I’ve spoken to an Apple support agent contact who tells me that Apple is aware of this bug, there’s nothing that support techs can do about it, and that it’s something that Apple will need to fix as part of the iOS 15.x update.

Article by Adrian Kingsley-Hughes for zdnet©

Source: ‘iPhone storage almost full’ after installing iOS 15? Here’s what NOT to do (msn.com)

Classic Chicken Pot Pie: Comfort Food At Its Best!

Soothe your soul with this comfort food favorite! Store-bought crust makes it super easy.

Classic Chicken Pot Pie

A delicious chicken pot pie made from scratch with carrots, peas, and celery for a comfort food classic.


  • 3 cups  cooked chicken (rotisserie chicken works well), shreddedOne sweet potato, peeled, chopped and steamed until just cookedParsnips, diced
  • 1 bag frozen mixed vegetables–cooked just short of fully cooked according to package directions.
  • 1/3 cup  butter
  • 1/3 cup  onion, chopped
  • 1/3 cup  all-purpose flour
  • 1/2 teaspoon  salt
  • 1/4 teaspoon  black pepper
  • 1 3/4 cups  chicken broth
  • 2/3 cup  milk


  • Directions: Preheat oven to 425° F. Place one pie crust in the bottom of a 9-inch pie plate.*  In a large bowl, combine the chicken, cooked vegetables, sweet potato and parsnips, and season taste. Set aside. In a saucepan over medium heat, cook the onions in the butter until soft and translucent. Stir in the flour, salt and pepper. Slowly stir in chicken broth and milk. Simmer over medium-low heat until thick. Remove from heat, pour over the chicken and vegetables and mix well. Pour mixture into the prepared pie shell and add top crust. Cut away any excess dough and seal the edges. Make several small slits in the top to allow steam to escape. Bake in the preheated oven for 30 to 35 minutes, or until pastry is golden brown and filling is bubbly. Cool for 10 minutes before serving.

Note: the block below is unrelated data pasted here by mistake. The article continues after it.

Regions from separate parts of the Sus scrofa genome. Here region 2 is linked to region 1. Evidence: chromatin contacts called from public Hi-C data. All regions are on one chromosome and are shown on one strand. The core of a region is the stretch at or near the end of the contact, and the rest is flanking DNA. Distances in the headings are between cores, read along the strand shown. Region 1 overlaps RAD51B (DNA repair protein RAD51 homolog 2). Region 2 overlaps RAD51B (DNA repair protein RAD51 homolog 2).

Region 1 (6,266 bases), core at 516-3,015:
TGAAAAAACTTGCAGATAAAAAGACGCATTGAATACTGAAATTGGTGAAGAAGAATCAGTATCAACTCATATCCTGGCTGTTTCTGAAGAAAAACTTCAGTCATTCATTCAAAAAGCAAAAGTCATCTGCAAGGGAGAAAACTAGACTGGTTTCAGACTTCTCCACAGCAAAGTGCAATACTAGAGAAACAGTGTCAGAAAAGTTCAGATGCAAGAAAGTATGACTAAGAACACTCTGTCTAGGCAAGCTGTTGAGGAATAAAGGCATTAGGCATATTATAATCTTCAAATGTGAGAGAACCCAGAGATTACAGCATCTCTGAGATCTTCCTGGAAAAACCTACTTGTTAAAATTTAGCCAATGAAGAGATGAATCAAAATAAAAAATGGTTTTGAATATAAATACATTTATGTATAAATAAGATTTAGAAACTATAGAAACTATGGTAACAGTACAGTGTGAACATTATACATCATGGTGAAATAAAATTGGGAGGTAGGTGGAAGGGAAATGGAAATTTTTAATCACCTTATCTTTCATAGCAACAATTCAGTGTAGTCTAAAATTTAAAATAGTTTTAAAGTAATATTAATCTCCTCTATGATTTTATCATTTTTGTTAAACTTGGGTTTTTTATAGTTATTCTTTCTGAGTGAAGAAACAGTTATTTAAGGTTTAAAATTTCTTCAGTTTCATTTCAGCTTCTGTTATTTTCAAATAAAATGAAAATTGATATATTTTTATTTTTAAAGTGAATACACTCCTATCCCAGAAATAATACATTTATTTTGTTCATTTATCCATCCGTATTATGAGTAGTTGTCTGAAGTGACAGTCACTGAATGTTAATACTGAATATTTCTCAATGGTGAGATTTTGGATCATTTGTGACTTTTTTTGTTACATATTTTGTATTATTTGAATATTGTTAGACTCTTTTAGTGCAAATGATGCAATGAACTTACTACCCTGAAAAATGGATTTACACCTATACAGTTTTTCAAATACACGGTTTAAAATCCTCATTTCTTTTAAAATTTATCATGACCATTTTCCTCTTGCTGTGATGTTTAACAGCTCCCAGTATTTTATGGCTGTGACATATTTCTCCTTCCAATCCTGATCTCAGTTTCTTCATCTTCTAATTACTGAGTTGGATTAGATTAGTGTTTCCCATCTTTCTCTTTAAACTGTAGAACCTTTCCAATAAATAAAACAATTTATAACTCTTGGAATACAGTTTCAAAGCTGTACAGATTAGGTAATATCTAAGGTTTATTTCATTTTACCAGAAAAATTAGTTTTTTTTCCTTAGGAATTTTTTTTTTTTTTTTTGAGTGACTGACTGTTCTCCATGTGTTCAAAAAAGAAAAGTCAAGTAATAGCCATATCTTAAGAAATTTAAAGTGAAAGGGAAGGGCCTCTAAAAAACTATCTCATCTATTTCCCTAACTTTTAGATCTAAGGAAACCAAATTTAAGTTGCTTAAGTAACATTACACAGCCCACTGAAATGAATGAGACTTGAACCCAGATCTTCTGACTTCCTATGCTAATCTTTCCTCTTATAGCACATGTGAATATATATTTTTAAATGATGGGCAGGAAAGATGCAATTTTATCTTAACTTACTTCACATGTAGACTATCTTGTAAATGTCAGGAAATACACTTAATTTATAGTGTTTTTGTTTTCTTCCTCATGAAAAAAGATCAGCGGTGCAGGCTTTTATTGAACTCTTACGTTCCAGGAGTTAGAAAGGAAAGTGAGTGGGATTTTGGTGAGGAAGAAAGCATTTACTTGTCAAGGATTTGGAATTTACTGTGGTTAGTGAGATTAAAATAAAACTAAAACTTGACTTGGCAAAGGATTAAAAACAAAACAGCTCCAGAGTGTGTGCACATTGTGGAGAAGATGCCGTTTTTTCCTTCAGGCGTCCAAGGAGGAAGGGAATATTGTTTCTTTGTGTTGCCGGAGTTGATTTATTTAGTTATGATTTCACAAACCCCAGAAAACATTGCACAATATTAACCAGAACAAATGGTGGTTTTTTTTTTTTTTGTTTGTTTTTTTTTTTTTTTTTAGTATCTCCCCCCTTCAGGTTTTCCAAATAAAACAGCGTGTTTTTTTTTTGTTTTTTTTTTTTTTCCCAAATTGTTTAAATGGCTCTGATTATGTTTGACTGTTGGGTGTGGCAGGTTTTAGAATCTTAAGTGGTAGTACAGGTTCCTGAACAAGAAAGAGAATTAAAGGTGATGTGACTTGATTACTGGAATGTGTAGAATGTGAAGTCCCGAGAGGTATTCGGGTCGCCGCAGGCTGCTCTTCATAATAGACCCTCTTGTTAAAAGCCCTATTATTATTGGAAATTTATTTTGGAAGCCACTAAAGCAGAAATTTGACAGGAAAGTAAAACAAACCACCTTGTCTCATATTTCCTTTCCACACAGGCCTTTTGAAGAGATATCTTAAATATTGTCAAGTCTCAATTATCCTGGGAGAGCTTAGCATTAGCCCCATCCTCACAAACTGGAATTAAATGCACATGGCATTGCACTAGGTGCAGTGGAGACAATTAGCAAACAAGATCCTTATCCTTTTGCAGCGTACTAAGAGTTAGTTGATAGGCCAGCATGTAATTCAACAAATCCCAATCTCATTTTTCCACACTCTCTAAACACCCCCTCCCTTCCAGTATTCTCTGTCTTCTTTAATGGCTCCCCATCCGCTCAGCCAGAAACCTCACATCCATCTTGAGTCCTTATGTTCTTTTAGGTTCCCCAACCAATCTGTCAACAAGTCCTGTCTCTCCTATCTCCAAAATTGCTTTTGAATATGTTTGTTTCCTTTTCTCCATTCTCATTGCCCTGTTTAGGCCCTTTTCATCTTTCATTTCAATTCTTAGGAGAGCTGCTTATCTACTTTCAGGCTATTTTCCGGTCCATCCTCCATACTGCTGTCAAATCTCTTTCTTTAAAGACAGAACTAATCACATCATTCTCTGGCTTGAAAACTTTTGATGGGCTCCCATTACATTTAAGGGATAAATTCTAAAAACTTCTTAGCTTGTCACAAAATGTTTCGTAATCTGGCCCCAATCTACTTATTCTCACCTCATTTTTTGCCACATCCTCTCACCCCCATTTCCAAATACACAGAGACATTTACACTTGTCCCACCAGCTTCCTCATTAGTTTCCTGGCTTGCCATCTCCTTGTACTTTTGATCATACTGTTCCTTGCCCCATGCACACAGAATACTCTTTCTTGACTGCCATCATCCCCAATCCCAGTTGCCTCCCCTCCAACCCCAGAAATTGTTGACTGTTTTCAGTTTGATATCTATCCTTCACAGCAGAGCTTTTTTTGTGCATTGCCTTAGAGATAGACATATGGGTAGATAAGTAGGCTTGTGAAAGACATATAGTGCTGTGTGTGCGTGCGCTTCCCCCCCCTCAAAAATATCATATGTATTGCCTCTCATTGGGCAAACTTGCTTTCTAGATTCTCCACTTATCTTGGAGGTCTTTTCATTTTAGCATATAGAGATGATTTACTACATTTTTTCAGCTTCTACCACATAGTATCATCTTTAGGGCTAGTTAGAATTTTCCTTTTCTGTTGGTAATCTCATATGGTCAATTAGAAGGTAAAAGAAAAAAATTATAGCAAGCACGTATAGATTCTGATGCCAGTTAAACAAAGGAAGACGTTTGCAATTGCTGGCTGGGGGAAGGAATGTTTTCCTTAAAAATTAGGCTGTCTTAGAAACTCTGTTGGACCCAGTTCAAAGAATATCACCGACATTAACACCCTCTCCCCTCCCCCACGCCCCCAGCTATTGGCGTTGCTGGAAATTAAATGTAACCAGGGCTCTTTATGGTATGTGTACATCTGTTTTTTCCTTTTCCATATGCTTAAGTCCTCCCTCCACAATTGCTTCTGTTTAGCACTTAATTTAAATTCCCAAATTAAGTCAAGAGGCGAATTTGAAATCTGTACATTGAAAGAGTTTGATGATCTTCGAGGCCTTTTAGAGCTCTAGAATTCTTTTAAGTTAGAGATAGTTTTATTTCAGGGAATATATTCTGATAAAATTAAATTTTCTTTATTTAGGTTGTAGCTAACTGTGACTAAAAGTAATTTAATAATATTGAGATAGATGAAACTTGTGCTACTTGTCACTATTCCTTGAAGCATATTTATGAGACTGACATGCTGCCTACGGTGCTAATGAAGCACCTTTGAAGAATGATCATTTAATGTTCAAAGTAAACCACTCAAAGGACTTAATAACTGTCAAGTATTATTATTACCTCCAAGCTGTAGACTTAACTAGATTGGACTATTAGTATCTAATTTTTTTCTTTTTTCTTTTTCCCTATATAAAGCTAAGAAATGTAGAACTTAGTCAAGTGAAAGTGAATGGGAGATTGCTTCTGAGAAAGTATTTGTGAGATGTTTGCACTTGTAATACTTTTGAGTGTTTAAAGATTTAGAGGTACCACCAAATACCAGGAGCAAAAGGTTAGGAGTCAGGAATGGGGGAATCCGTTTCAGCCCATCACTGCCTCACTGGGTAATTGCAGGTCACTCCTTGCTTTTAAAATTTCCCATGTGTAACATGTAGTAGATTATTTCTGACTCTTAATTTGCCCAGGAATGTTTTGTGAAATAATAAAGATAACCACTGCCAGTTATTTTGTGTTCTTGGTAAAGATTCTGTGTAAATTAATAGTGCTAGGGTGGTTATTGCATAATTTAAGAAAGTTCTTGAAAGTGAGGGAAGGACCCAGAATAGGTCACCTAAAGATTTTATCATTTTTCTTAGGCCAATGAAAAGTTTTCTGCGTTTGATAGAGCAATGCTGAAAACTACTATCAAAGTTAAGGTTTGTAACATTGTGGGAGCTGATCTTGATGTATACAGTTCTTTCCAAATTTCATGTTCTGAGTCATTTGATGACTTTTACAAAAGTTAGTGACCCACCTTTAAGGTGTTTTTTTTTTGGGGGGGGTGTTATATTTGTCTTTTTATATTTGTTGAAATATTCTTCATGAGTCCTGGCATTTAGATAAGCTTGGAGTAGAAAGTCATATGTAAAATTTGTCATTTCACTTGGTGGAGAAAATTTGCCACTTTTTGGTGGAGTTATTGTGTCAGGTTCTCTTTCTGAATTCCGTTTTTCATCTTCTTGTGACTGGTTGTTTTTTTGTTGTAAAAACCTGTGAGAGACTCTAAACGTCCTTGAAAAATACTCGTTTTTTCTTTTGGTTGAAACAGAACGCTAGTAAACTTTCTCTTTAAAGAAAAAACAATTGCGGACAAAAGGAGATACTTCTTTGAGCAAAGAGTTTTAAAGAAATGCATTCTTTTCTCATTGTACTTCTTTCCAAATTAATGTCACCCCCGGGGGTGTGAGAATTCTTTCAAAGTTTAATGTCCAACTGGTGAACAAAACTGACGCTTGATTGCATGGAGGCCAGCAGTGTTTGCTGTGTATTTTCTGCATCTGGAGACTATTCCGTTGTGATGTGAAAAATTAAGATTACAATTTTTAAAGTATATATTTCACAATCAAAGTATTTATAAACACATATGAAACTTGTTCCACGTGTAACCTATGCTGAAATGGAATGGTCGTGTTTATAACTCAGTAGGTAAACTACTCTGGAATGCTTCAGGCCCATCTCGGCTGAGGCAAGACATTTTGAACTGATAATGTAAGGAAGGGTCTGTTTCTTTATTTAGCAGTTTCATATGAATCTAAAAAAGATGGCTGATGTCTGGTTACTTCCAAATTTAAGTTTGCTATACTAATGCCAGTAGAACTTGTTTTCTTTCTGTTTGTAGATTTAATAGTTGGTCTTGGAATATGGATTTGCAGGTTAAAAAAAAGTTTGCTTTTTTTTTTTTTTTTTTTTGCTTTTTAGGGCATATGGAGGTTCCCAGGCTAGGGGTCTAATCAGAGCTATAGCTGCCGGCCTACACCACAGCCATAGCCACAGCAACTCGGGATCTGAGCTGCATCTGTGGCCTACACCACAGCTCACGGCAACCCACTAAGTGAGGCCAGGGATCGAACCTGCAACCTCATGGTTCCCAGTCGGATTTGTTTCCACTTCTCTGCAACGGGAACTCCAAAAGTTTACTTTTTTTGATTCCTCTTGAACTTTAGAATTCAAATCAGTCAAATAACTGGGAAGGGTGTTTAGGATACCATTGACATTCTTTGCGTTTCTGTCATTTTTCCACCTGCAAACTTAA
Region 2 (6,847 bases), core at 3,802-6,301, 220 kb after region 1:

by Susan Shanagan for Farmers Almanac

Source: Classic Chicken Pot Pie: Comfort Food At Its Best! – Farmers’ Almanac (farmersalmanac.com)

This Is The #1 Most Surprising Source of Food Poisoning

When food poisoning strikes, it usually strikes hard and fast—taking you off your feet for at least 24 hours, and in some cases, can lead to a life-threatening illness. According to the CDC, 1 in 6 Americans get sick from contaminated food or beverages and 3,000 die from foodborne illness each year.

In the past, people predominantly considered eggs and raw meat the main offenders of food poisoning. But, in recent years, that’s changed as developments in production methods and widespread distribution are bringing about other culprits. Turns out, vegetables and fruits have become more likely to be contaminated as they move through the supply chain, according to the CDC. For instance, kale and parsley are two products that have recently been recalled due to the presence of listeria and E coli.